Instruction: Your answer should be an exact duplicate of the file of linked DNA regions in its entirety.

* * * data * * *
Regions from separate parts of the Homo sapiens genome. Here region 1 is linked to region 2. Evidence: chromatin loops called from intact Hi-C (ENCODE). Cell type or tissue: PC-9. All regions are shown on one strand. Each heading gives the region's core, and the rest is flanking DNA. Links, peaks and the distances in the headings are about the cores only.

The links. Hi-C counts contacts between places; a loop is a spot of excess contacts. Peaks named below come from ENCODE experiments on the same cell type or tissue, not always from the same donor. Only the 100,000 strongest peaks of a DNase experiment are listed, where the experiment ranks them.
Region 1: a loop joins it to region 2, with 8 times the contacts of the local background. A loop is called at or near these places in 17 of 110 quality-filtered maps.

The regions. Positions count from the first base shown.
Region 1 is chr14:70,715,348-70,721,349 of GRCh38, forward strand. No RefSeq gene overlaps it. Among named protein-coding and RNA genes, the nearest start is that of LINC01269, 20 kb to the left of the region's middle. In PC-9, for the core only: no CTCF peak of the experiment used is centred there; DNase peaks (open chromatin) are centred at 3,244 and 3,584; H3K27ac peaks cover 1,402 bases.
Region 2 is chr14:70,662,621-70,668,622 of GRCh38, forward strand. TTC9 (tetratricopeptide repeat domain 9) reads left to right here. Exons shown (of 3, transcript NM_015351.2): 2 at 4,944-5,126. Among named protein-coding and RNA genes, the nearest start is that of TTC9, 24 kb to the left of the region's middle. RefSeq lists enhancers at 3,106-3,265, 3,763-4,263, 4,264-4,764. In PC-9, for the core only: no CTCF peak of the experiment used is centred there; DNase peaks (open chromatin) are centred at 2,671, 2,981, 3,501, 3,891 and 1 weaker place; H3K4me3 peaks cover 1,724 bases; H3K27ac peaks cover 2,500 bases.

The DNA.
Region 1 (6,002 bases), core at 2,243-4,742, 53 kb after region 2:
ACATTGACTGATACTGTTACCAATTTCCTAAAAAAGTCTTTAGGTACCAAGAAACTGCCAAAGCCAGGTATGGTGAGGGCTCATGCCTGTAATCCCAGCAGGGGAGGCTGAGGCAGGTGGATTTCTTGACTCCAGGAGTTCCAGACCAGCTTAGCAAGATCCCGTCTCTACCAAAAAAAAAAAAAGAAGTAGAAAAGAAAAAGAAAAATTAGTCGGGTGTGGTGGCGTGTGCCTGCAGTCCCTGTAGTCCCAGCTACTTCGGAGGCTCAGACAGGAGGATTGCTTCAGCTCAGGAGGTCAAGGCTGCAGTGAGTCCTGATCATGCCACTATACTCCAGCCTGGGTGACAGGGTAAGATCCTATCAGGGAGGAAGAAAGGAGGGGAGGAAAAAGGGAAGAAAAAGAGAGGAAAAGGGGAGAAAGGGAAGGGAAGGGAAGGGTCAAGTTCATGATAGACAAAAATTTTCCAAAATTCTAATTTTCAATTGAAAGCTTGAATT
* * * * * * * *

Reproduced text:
Regions from separate parts of the Homo sapiens genome. Here region 1 is linked to region 2. Evidence: chromatin loops called from intact Hi-C (ENCODE). Cell type or tissue: PC-9. All regions are shown on one strand. Each heading gives the region's core, and the rest is flanking DNA. Links, peaks and the distances in the headings are about the cores only.

The links. Hi-C counts contacts between places; a loop is a spot of excess contacts. Peaks named below come from ENCODE experiments on the same cell type or tissue, not always from the same donor. Only the 100,000 strongest peaks of a DNase experiment are listed, where the experiment ranks them.
Region 1: a loop joins it to region 2, with 8 times the contacts of the local background. A loop is called at or near these places in 17 of 110 quality-filtered maps.

The regions. Positions count from the first base shown.
Region 1 is chr14:70,715,348-70,721,349 of GRCh38, forward strand. No RefSeq gene overlaps it. Among named protein-coding and RNA genes, the nearest start is that of LINC01269, 20 kb to the left of the region's middle. In PC-9, for the core only: no CTCF peak of the experiment used is centred there; DNase peaks (open chromatin) are centred at 3,244 and 3,584; H3K27ac peaks cover 1,402 bases.
Region 2 is chr14:70,662,621-70,668,622 of GRCh38, forward strand. TTC9 (tetratricopeptide repeat domain 9) reads left to right here. Exons shown (of 3, transcript NM_015351.2): 2 at 4,944-5,126. Among named protein-coding and RNA genes, the nearest start is that of TTC9, 24 kb to the left of the region's middle. RefSeq lists enhancers at 3,106-3,265, 3,763-4,263, 4,264-4,764. In PC-9, for the core only: no CTCF peak of the experiment used is centred there; DNase peaks (open chromatin) are centred at 2,671, 2,981, 3,501, 3,891 and 1 weaker place; H3K4me3 peaks cover 1,724 bases; H3K27ac peaks cover 2,500 bases.

The DNA.
Region 1 (6,002 bases), core at 2,243-4,742, 53 kb after region 2:
ACATTGACTGATACTGTTACCAATTTCCTAAAAAAGTCTTTAGGTACCAAGAAACTGCCAAAGCCAGGTATGGTGAGGGCTCATGCCTGTAATCCCAGCAGGGGAGGCTGAGGCAGGTGGATTTCTTGACTCCAGGAGTTCCAGACCAGCTTAGCAAGATCCCGTCTCTACCAAAAAAAAAAAAAGAAGTAGAAAAGAAAAAGAAAAATTAGTCGGGTGTGGTGGCGTGTGCCTGCAGTCCCTGTAGTCCCAGCTACTTCGGAGGCTCAGACAGGAGGATTGCTTCAGCTCAGGAGGTCAAGGCTGCAGTGAGTCCTGATCATGCCACTATACTCCAGCCTGGGTGACAGGGTAAGATCCTATCAGGGAGGAAGAAAGGAGGGGAGGAAAAAGGGAAGAAAAAGAGAGGAAAAGGGGAGAAAGGGAAGGGAAGGGAAGGGTCAAGTTCATGATAGACAAAAATTTTCCAAAATTCTAATTTTCAATTGAAAGCTTGAATT